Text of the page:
Sadly, it said the Police knew that a man jailed for the rape and murder of his 20-year-old niece had bragged about having access to a girl he planned to drug and rape, it has been revealed. Mujahid Arshid spoke to an undercover police officer about having access to a 17-year-old girl he planned to drug and rape four years before the body of his niece Celine Dookhran was found stuffed in a freezer with her throat slit in July last year.
Arshid, 33, who was jailed for life to serve a minimum of 40 years on Wednesday, also kidnapped, raped and attempted to murder a second victim.She survived but cannot be named for legal reasons.
Now, campaigners have called for an independent review of Scotland Yard’s safeguarding after it emerged that Arshid offered a girl to be raped to an undercover police officer, who was was investigating paedophiles as part of the Met’s Operation Amazon.
In 2014, an undercover police officer made contact with him through a chat room and Arshid sent him a picture he had taken of the victim.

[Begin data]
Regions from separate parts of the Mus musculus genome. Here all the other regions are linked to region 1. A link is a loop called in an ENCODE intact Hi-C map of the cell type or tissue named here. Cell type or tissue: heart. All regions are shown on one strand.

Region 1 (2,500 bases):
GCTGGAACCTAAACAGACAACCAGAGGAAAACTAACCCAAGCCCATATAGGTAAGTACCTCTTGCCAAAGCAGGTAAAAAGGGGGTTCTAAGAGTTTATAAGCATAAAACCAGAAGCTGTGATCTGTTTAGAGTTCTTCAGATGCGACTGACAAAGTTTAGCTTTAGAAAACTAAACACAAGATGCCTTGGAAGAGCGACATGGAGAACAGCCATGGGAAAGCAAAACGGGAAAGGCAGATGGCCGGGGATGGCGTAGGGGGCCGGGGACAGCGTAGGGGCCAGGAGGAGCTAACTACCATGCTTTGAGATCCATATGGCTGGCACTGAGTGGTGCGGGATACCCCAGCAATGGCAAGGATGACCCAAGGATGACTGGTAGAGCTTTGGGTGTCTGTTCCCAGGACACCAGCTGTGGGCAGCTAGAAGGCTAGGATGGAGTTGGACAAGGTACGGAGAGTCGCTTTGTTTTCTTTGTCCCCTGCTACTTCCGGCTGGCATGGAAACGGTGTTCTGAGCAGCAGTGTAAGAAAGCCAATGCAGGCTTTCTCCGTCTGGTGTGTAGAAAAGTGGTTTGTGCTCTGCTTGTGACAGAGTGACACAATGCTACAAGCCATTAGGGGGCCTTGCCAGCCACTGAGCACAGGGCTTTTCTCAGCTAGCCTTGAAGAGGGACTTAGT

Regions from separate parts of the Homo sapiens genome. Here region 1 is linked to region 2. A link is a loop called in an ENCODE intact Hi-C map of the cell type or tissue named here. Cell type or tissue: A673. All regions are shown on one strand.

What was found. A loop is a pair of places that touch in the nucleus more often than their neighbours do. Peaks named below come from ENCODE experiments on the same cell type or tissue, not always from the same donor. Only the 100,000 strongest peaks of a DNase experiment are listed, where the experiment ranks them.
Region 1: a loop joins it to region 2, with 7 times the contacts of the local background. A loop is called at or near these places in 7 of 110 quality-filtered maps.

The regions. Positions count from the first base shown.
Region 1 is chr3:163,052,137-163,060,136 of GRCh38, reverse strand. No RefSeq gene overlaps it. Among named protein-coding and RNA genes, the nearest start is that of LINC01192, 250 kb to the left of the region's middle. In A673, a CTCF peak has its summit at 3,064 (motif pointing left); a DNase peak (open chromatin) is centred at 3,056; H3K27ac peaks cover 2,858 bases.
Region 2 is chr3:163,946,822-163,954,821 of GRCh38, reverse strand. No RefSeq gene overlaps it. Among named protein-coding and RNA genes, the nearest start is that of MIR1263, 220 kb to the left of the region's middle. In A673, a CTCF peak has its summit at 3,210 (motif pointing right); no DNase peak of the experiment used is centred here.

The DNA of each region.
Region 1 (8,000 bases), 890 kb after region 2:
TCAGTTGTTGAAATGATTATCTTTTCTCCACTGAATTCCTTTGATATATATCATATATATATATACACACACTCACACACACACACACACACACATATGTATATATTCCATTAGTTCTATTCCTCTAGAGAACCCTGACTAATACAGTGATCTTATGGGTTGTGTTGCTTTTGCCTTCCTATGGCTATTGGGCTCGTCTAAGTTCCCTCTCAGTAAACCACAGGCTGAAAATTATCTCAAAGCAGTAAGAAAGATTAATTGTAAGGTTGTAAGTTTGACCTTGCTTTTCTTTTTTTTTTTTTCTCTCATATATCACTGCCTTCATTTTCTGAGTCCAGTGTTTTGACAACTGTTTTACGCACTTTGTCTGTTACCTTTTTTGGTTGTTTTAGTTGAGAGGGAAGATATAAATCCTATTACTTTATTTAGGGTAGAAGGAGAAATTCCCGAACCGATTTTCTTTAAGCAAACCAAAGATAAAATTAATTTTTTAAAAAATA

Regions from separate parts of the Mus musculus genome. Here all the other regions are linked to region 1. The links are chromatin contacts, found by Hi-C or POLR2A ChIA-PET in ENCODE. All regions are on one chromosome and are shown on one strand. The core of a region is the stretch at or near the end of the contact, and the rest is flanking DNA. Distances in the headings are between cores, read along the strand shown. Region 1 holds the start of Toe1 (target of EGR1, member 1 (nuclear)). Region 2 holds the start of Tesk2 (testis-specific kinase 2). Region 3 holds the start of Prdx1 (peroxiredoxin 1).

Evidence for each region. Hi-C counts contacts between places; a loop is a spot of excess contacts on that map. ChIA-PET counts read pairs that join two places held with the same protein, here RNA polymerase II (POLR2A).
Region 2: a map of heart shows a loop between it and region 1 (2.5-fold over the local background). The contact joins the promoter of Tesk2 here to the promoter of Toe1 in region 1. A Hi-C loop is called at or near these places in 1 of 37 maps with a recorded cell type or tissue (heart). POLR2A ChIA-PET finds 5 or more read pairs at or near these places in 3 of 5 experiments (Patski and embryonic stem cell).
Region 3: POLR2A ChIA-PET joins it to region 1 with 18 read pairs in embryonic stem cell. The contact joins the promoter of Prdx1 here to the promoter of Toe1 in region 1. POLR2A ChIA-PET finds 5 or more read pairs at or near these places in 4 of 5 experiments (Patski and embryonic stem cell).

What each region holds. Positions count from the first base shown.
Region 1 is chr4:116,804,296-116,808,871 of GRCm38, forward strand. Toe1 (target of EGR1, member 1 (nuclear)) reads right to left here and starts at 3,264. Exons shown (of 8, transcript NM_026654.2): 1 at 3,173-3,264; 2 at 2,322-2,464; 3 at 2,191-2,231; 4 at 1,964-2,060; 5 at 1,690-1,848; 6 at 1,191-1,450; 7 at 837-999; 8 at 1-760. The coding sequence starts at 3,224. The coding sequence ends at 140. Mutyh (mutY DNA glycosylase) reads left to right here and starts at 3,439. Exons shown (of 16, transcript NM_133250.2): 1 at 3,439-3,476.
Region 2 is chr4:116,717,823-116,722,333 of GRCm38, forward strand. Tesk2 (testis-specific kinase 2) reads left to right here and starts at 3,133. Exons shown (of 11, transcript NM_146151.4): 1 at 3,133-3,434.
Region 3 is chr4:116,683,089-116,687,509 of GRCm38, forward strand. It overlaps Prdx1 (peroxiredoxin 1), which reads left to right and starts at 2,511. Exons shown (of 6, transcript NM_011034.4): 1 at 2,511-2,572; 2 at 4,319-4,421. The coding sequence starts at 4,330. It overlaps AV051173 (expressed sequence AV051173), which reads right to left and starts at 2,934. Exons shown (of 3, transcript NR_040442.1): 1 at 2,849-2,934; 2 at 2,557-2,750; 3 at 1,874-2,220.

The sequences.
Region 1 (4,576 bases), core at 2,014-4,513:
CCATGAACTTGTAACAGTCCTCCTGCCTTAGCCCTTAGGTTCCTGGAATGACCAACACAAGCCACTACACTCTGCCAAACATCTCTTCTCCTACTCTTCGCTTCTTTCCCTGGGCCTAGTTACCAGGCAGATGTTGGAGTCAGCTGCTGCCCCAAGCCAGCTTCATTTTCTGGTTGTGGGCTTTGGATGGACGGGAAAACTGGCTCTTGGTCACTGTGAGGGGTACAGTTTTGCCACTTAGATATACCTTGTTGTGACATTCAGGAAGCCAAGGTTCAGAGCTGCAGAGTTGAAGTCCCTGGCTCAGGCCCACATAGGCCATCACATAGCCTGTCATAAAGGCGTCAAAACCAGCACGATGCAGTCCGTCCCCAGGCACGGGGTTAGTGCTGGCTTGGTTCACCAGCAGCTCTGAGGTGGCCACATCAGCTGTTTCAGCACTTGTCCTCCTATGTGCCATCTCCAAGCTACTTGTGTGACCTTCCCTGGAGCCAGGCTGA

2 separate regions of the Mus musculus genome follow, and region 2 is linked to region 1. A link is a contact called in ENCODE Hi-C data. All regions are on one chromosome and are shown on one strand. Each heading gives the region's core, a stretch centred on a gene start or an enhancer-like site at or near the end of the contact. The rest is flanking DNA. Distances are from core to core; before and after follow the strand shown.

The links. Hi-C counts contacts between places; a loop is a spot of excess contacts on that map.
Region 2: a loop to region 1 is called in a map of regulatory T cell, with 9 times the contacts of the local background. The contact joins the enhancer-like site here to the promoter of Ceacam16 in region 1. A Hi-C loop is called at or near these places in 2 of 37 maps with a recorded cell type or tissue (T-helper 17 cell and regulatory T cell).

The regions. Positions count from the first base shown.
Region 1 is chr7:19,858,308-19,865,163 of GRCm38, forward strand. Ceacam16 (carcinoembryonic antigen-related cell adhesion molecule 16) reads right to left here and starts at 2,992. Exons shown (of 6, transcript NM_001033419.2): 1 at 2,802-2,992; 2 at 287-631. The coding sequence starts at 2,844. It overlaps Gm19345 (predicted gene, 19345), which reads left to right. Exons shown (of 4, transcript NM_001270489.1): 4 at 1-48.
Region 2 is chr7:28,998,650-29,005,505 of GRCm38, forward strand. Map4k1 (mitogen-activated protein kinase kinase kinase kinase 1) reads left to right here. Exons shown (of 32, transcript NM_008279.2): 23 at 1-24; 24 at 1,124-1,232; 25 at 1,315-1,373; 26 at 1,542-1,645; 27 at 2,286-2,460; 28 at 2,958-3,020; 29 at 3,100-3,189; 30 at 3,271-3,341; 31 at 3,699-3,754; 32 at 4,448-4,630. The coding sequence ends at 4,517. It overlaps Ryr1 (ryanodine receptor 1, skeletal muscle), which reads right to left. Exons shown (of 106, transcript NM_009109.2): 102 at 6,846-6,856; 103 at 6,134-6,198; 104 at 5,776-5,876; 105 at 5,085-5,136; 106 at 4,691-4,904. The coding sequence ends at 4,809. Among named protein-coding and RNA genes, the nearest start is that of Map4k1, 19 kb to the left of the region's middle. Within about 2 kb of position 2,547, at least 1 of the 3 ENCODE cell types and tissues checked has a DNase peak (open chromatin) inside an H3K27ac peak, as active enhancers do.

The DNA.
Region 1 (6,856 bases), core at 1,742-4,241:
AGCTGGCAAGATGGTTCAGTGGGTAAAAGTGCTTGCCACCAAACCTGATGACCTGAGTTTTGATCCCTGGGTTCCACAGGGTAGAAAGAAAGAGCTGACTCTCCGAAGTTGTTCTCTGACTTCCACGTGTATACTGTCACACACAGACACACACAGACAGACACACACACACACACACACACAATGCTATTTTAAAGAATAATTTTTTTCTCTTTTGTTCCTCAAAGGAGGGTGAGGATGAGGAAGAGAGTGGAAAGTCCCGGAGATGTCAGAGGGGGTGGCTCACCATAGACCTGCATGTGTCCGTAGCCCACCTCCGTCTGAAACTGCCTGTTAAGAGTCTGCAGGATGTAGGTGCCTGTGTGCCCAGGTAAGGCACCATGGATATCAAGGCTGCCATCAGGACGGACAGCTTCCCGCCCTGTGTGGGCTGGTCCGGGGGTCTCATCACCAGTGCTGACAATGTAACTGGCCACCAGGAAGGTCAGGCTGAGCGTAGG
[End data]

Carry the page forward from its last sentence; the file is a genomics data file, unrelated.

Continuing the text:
‘How would you like to f*** a 17-year-old virgin?’ Arshid asked the police officer.
He was speaking about the woman who survived the July 2017 attack.
When the officer asked who the girl was, Arshid told him on Skype chat: ‘My girlfriend… wanna force f*** the bitch? Drug and f*** her.’
In a later Skype chat, Arshid said: ‘I’m keeping her for the right moment, I’m thinking in late November when the sun comes up very late because she will be home alone from about 7.45… we will have her until about 3.30 to 4ish.’
He also sent the officer a link to a website for ratchet tie down straps and told how he wanted to use chloroform on the victim, saying: ‘I’m keeping her for the right moment.’
Arshid also told him: ‘These kind of girls deserve rape.’
But when he was questioned, Arshid insisted a man he worked with had sent the messages and no further action was taken.
Scotland Yard said the case would be referred for a standard domestic review, but would not be referred to its directorate of professional standards or to the Independent Office for Police Conduct.
A police spokeswoman told The Times that a case file was passed to prosecutors but deemed not to reach the evidence threshold because the device Arshid used couldn’t be traced.